goals is by redirecting design towards more sustainable modes of planetary habitation.

Source: Fry, Tony (2008). Design Futuring: Sustainability, Ethics and New Practice (Oxford: Berg), pp. 1–16

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DESIGN PRECEDENTs

a.1. DESIGN FUTURING

pivot

a.1. DESIGN FUTURING pivot The Land Art Generator Initiative is a competition that brings together the
a.1. DESIGN FUTURING pivot The Land Art Generator Initiative is a competition that brings together the
a.1. DESIGN FUTURING pivot The Land Art Generator Initiative is a competition that brings together the

The Land Art Generator Initiative is a competition that brings together the disciplines of art, architecture, landscape architecture, science, and engineering, to produce a sculptural art piece in an effort to educate the public about sustainability with clean energy production that can be fed into the electrical grid at a utility scale.

‘Pivot’ is the third place winning entry in the 2012 LAGI competition that I was particularly drawn to, initally because of it’s captivating layout and presentation. However, after reading the brief, I was taken by it’s simple, innovative design solution, and unique energy harvesting techniques. The strength of the design proposal lies in creating a solution that, despite rising sea levels and sinking landfill, will persist into the future as it floats upon the water. In doing so, visitors become engaged and can physically experience the degradation occuring at the site.

As the visitors transfer from land to the pivot structure, the experience becomes a choreographed performance in which the wind, visitors, and tides become the dancers; leading to a greater appreciation of the celestrial forces that guide these natural processes. Finally, the light-weight, flexible, non-toxic, transulcent, heat resistant, reflective, aluminium coated fabric exploits the use of a piezoelectric technology in which energy is captured from nature via wind vibration.

Despite the technical innovation, I feel like the proposal compromises on aesthetic qualities, with the final design taking on the form of a very ordinary shape, which clearly lacks an extensive form-making exploration process. I believe this aspect could have been strengthened to create a more powerful final proposal.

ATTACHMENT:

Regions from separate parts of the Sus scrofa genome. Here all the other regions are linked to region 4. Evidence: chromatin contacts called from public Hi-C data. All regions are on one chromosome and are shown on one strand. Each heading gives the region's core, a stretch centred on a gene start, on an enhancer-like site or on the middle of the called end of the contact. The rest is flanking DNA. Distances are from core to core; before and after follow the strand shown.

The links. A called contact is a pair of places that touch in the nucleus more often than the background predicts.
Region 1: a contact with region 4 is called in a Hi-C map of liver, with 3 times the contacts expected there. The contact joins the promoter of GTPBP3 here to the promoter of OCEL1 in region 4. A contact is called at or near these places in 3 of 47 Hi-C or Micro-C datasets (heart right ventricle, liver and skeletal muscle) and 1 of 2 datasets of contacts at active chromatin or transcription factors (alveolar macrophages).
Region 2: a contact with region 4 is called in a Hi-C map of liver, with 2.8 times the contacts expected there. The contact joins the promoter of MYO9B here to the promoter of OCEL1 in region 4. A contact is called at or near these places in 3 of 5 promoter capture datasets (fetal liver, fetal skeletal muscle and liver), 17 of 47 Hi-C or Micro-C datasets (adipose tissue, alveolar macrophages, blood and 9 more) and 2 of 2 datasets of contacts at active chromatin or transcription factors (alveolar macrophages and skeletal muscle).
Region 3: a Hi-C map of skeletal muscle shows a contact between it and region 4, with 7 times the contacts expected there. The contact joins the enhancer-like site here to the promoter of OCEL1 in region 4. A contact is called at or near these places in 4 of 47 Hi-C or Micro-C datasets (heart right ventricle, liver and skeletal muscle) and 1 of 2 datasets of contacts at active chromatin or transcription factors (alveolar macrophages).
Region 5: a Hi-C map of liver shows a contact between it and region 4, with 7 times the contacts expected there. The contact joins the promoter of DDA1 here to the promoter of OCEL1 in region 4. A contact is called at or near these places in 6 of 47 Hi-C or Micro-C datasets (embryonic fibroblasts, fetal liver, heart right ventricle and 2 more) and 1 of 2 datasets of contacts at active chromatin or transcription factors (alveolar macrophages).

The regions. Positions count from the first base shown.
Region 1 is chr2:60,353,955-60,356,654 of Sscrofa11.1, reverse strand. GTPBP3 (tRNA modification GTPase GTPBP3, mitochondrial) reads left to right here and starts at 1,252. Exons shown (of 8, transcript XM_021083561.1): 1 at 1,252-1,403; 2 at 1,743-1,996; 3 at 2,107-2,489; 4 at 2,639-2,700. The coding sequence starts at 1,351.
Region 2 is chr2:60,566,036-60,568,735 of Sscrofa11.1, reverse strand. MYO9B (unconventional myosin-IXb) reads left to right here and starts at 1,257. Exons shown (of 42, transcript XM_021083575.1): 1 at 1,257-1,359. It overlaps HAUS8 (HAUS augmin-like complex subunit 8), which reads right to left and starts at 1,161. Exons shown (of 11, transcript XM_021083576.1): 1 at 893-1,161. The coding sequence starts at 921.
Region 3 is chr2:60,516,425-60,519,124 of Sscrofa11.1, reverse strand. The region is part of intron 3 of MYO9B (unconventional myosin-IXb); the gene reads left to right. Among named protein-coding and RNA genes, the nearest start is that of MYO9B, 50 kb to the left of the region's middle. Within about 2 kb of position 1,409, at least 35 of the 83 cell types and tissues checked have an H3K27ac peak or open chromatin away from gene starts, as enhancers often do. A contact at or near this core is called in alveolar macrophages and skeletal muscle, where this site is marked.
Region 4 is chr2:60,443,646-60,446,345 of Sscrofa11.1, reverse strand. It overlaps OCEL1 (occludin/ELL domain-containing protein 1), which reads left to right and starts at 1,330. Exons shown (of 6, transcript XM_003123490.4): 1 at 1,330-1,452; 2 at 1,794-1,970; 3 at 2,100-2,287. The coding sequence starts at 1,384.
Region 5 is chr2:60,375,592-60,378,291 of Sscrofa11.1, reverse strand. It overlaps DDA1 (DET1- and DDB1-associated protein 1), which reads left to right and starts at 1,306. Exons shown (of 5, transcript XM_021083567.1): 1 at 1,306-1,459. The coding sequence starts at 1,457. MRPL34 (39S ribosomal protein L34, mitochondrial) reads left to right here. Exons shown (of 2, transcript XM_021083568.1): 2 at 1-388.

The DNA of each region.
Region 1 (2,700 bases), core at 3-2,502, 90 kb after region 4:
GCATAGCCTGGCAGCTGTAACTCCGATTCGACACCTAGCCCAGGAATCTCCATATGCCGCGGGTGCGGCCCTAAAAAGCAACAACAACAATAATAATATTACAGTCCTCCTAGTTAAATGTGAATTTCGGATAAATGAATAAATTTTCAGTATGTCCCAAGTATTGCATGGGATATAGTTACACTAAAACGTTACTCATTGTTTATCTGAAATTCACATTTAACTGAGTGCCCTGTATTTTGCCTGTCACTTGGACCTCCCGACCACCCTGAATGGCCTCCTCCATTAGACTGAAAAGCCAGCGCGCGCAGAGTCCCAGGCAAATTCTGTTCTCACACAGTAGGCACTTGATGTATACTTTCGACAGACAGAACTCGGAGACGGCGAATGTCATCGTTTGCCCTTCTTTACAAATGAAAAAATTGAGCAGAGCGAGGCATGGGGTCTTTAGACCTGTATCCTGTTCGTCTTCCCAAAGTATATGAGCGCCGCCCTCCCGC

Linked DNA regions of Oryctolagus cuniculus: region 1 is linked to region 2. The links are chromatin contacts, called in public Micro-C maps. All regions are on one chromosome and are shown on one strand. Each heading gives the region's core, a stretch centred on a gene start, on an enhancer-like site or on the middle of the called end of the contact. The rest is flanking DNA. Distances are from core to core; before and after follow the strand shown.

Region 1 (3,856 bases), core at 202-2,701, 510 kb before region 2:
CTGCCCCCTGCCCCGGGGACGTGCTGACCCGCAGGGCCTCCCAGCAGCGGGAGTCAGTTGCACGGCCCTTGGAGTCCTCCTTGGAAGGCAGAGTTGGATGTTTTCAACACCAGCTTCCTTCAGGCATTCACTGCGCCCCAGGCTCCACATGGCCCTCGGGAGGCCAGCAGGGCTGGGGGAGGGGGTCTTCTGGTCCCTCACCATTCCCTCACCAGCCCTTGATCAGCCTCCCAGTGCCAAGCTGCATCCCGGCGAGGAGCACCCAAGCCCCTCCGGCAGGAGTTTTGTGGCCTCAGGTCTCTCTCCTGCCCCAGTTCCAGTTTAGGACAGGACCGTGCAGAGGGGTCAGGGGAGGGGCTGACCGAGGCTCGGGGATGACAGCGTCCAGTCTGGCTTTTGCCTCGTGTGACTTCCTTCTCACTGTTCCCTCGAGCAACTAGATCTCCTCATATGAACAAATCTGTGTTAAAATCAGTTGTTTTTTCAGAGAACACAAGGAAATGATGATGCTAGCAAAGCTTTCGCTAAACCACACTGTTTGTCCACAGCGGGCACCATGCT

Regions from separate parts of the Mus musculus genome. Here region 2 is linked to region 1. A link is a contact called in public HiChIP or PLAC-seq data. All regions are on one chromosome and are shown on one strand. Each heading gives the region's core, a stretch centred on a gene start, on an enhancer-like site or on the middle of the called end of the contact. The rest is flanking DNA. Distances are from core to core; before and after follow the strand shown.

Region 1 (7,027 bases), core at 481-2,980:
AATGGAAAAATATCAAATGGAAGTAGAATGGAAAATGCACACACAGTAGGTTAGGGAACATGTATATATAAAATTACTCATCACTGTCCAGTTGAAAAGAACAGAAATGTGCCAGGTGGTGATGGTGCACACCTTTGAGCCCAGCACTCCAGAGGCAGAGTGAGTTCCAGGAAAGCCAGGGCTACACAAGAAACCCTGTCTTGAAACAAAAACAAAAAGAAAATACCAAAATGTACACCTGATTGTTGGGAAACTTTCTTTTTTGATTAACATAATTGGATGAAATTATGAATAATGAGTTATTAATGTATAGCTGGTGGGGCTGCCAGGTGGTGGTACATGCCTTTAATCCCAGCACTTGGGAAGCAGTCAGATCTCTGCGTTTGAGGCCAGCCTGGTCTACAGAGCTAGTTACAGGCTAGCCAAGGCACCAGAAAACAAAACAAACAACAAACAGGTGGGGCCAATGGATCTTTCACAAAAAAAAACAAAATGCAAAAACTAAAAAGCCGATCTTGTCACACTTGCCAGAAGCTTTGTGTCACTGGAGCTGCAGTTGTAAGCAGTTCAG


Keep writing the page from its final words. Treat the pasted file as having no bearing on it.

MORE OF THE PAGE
Source: Smith B and Hu V (2012) ‘Pivot’, Land Art Generator Initivative, New York, accessed 08 March 2014 < http://landartgenerator.

org/LAGI-2012/BV333332-3/#>

Initivative, New York, accessed 08 March 2014 < http://landartgenerator. org/LAGI-2012/BV333332-3/#> page | 14

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a.1. DESIGN FUTURING

a.1. DESIGN FUTURING page | 16
a.1. DESIGN FUTURING page | 16

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fluent-fields

A second entry which caught my eye was Fluent-Fields. I

was drawn to the beautiful presentation and composition of

the proposal, which, from inital observation of the drawings,

I assumed to suggest something along the lines of light and movement exploration.

In a similar vein to pivot, Fluent-fields creates an innovative

solution to energy production by maximising the potential

of integrating two mainstream modes of energy harvesting

- solar and wind.

The proposal takes the form of a sinuous web of tensile structure, composed of bent steel ribbing, steel cables, and modular concrete footings. It is designed to generate sun and wind energy via the millions of thin photovoltaic film strips embedded within panels installed along the web of cables within the structure, that spin as wind passes through the site. To maximise the efficiency of solar energy production, the proposal exploits the use of two types of PV film - Thin Film Non-Silicon Photovoltaics and Thin Film Dye Sensitive Photovoltaics. The higher efficiency of the non-silicon